Personally, I’ve always thought that mermaids are a criminally underrated monster in horror. The original story of sirens involved them using beauty to lure unsuspecting sailors to their deaths. Have you ever read the Odyssey, where they literally have to plug their ears so that they don’t wreck the ship and get murdered? That’s hardcore. Into the Drowning Deep by Mira Grant is a 2017 horror novel based on the evil within the mermaid myth, and it will keep you on the edge of your seat the whole time.
What’s it about?
Years ago, a ship called the Atargatis set out towards the Marianas Trench with the goal of finding scientific evidence of mermaids. Because the journey was funded by media conglomerate Imagine, the entire voyage was recorded (in hopes of making a documentary). Unfortunately, instead of a fun documentary about cryptids, what the company actually got was a video of their entire crew being slaughtered, leaving an empty vessel in the middle of the ocean. Seven years later, Tori, the sister of one of the disappeared crew members, is contacted by Imagine. They’re sending out another ship, this time to determine what exactly happened to the Atargatis. She accepts, as a way of avenging her lost relative. What she discovers during the voyage will haunt her forever.
Killer Mermaids? Really?
Yes, really. The mermaids in this book are not the Ariel-style ones you might be picturing. Grant takes a much more scientific approach to them, designing them as true creatures of the deep. Have you seen deep-sea fish? They’re horrifying.
Aside from their hideous appearances, the mermaids also behave like animals. These creatures aren’t “monsters” in the traditional way, with complex motivations or a genuine love of terrorizing people. The mermaids in Into the Drowning Deep are just animals. They’re motivated by wanting to eat and survive life in the ocean. To me, the fact that they have no morals and are literally just motivated to kill by their survival instinct made them way more terrifying. That, combined with their physicality being like other deep-sea creatures, the claustrophobia of being alone on a ship in the middle of the ocean, and the looming dread of what happened to the Atargatis, made the horror in this book really work well for me.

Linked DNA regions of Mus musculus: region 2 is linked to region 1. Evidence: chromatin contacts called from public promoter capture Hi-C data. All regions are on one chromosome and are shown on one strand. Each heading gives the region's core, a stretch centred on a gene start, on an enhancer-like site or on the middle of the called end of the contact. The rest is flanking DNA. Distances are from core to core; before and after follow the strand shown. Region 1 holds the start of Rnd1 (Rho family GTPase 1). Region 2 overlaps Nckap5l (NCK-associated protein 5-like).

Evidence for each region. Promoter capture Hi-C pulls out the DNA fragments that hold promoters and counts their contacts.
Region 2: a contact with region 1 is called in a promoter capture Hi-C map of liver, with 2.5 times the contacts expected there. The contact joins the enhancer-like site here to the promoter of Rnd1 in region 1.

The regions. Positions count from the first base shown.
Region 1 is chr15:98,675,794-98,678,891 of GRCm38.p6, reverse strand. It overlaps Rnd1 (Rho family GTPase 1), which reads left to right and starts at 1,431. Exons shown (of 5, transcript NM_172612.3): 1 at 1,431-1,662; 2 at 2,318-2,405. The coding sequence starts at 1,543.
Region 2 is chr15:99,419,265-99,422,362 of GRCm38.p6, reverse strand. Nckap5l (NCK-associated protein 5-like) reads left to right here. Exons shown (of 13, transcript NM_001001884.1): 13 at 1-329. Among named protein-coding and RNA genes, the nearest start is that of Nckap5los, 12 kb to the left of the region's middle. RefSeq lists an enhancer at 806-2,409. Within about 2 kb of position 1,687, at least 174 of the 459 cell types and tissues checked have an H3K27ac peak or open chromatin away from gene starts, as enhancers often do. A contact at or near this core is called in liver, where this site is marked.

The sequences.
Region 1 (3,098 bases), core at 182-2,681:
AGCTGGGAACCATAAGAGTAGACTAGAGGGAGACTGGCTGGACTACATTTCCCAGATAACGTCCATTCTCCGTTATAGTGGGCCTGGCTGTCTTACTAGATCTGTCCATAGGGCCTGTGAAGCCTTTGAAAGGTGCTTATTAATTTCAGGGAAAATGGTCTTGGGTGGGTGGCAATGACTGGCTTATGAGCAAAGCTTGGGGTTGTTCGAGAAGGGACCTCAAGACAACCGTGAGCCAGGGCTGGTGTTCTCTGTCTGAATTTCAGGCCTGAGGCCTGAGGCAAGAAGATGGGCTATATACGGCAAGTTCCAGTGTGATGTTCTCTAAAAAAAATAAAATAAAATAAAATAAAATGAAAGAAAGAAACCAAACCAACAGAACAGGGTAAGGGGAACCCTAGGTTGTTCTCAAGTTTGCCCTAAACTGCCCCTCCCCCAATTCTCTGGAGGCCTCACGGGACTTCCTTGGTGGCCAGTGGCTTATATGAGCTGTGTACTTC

What about the humans?
Well, this is a Mira Grant (also known as Seanan Mcguire) book, so the characters are also compelling and genuine. One of the things I really loved about this book is its truly diverse ensemble cast. Into the Drowning Deep had an autistic character, a Deaf character, a physically disabled character, multiple different sexual orientations, and multiple different races. It was awesome! The diversity added to the story for me. Just as interesting as seeing what would happen with the mermaids was seeing what would happen when all of these different people were put into an enclosed space together.
Obviously, as someone who doesn’t have all these identities, I can’t accurately tell you how well all of them were treated. But, I will say as someone with hearing issues that the representation of Deaf culture was amazing. Not only did the characters use sign language to communicate with each other (and explain the difference between the several different forms of sign language in use in America), they also used it to communicate with the mermaids. That is really cool to see. I encourage you to read it if you’re interested in reading more Deaf characters.
The only thing I didn’t like about this book was the ending. This is a spoiler-free review, so I won’t say anything about the plot, but I thought the ending wrapped things up a little too nicely. I would have liked to see a little more struggle and maybe less success. That’s why I took off a half star in my rating.
Overall, though, I totally loved this book. From beginning to end, it was compelling, terrifying, and unique. I hope the author continues writing books in this world, because I honestly can’t get enough of these killer mermaids.(4.5 / 5)